Fauci to Testify Before Congress on COVID Origins, U.S. Pandemic Response

House Republicans have investigated whether Fauci or other U.S. government officials took part in any sort of cover-up.

AP Photo/Alex Brandon, File

WASHINGTON (AP) β€” Anthony Fauci, former chief White House medical adviser, is expected to testify before Congress early next year as part of Republicans' yearslong investigation into the origins of COVID-19 and the U.S. response to the disease.

Fauci, who served as the nation's top infectious disease expert before retiring last year, will sit for transcribed interviews in early January and a public hearing at a later date. It will be his first appearance before the Republican-controlled House.

The Select Subcommittee on the Coronavirus Pandemic first requested a sit-down with Fauci in February, but an agreement over the timing and details of the interviews was just reached with Fauci's attorneys earlier this month, according to a letter sent Thursday from the committee.

"It is time for Dr. Fauci to confront the facts and address the numerous controversies that have arisen during and after the pandemic," Rep. Brad Wenstrup, the GOP chairman of the committee, said in a statement.

House Republicans have investigated whether Fauci or other U.S. government officials took part in any sort of cover-up about the origin of the deadly virus. Fauci, who served under both Republican and Democratic presidents, has repeatedly called the GOP criticism nonsense.

Wenstrup, who is also a longtime member of the House Intelligence Committee, has accused Fauci and U.S. intelligence of withholding key facts about its investigation into the coronavirus. Republicans on the committee last year issued a staff report arguing that there are "indications" that the virus may have been developed as a bioweapon inside China's Wuhan Institute of Virology.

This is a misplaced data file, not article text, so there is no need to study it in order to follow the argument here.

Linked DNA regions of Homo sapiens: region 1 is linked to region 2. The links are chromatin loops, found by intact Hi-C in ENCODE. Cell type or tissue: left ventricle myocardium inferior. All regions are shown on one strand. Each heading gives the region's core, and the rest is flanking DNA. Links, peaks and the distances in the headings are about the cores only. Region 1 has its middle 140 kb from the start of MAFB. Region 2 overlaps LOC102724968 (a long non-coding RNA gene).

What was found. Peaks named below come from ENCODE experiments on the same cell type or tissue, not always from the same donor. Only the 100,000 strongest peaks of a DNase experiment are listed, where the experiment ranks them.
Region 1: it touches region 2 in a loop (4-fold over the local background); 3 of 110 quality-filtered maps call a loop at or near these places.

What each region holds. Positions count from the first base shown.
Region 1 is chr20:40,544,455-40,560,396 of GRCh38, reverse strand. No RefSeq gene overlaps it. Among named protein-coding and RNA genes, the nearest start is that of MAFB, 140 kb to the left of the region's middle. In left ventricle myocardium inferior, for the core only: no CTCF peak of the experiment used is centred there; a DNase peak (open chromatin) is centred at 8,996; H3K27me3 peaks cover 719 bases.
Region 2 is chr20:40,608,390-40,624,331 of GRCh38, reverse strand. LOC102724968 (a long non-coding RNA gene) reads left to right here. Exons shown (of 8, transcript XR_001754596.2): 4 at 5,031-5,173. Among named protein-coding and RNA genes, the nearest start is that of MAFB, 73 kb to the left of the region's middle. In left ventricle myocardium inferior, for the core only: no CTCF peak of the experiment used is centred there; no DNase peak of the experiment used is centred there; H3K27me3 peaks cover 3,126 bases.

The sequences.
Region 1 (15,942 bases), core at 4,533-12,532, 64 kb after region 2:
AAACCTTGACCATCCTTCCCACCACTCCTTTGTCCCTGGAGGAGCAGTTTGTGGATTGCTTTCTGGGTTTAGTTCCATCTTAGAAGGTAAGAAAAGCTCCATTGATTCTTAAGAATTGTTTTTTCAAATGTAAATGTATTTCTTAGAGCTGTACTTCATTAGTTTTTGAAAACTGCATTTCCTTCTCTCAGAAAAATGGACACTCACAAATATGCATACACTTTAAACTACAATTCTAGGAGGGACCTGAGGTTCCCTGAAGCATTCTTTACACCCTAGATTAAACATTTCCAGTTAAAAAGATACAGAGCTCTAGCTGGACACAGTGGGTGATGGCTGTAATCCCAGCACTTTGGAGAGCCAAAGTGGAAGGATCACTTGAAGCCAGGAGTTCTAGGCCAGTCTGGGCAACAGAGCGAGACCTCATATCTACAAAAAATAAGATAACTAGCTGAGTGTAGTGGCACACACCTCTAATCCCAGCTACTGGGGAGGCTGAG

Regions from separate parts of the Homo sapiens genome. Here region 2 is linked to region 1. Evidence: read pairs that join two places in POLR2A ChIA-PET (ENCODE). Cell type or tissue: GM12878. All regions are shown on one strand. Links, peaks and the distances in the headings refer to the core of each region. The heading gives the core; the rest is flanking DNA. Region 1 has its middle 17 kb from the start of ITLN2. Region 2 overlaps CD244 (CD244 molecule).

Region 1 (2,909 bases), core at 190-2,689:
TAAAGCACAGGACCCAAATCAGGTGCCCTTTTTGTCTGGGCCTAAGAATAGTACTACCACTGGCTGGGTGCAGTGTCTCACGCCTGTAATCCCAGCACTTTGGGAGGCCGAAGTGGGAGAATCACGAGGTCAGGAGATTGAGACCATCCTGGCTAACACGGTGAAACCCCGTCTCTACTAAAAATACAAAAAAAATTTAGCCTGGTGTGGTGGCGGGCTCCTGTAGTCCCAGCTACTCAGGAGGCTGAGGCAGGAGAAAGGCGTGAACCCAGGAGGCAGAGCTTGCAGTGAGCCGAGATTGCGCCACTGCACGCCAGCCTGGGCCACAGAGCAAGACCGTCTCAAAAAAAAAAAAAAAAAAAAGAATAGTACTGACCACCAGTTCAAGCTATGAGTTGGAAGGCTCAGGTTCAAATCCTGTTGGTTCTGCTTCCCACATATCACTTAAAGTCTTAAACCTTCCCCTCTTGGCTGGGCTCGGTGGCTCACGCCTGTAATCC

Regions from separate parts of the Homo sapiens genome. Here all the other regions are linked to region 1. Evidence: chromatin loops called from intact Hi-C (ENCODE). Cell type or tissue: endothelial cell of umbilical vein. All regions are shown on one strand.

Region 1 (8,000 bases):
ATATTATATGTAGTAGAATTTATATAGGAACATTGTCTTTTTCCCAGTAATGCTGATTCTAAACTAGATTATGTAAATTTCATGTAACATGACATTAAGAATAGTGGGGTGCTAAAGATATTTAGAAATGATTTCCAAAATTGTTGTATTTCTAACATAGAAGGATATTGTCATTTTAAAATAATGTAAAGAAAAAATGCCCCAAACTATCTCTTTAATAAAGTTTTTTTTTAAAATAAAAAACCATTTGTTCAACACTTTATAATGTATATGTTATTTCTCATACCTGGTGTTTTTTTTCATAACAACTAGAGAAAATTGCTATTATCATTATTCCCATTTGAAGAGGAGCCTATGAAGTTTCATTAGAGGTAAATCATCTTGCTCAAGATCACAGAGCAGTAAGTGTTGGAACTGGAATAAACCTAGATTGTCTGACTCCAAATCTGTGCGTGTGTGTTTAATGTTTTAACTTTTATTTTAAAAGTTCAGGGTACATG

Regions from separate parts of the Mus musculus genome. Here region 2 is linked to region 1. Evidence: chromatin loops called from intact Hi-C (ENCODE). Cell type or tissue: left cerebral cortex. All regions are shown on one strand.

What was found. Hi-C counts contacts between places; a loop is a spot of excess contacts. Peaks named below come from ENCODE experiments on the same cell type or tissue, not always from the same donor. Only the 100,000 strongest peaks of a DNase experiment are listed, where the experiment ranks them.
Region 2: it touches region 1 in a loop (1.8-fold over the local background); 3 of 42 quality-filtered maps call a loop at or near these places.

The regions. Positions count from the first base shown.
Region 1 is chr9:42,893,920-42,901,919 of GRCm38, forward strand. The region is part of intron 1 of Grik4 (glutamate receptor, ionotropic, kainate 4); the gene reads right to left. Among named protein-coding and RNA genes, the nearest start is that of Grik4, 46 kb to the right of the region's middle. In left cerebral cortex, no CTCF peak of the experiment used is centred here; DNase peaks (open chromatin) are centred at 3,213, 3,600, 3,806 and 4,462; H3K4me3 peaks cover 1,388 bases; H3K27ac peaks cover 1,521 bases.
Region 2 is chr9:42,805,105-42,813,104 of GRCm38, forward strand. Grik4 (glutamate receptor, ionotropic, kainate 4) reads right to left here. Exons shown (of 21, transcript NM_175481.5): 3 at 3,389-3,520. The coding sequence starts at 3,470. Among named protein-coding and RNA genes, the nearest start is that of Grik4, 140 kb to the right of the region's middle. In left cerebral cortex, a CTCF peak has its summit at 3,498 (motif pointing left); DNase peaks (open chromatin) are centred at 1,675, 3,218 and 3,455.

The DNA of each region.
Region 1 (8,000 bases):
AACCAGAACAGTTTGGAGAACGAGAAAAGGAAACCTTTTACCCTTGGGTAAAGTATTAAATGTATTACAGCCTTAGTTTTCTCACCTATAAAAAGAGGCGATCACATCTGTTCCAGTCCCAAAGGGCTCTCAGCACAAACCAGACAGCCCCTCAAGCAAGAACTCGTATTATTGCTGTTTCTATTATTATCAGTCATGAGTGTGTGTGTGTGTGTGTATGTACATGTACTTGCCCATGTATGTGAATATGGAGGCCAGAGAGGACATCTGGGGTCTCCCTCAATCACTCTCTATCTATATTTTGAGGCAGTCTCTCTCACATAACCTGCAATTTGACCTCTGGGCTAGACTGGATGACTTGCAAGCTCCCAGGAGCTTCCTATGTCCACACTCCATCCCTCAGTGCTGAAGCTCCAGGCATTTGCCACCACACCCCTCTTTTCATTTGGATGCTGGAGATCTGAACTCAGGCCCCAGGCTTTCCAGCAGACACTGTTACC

That would contradict a U.S. intelligence community assessment released in unclassified form in August 2021 that said analysts do not believe the virus was a bioweapon, though it may have leaked in a lab accident.

Many scientists, including Fauci, who until December served as Biden's chief medical adviser, say they still believe the virus most likely emerged in nature and jumped from animals to humans, a well-documented phenomenon known as a spillover event. Virus researchers have not publicly identified any key new scientific evidence that might make the lab-leak hypothesis more likely.

But Republicans have accused Fauci of lying to Congress when he denied in May 2022 that the National Institutes of Health funded "gain of function" research β€” the practice of enhancing a virus in a lab to study its potential impact in the real world β€” at a virology lab in Wuhan. Sen. Ted Cruz, R-Texas, even urged Attorney General Merrick Garland to appoint a special prosecutor to investigate Fauci's statements.


Associated Press writers Amanda Seitz and Nomaan Merchant contributed to his report.

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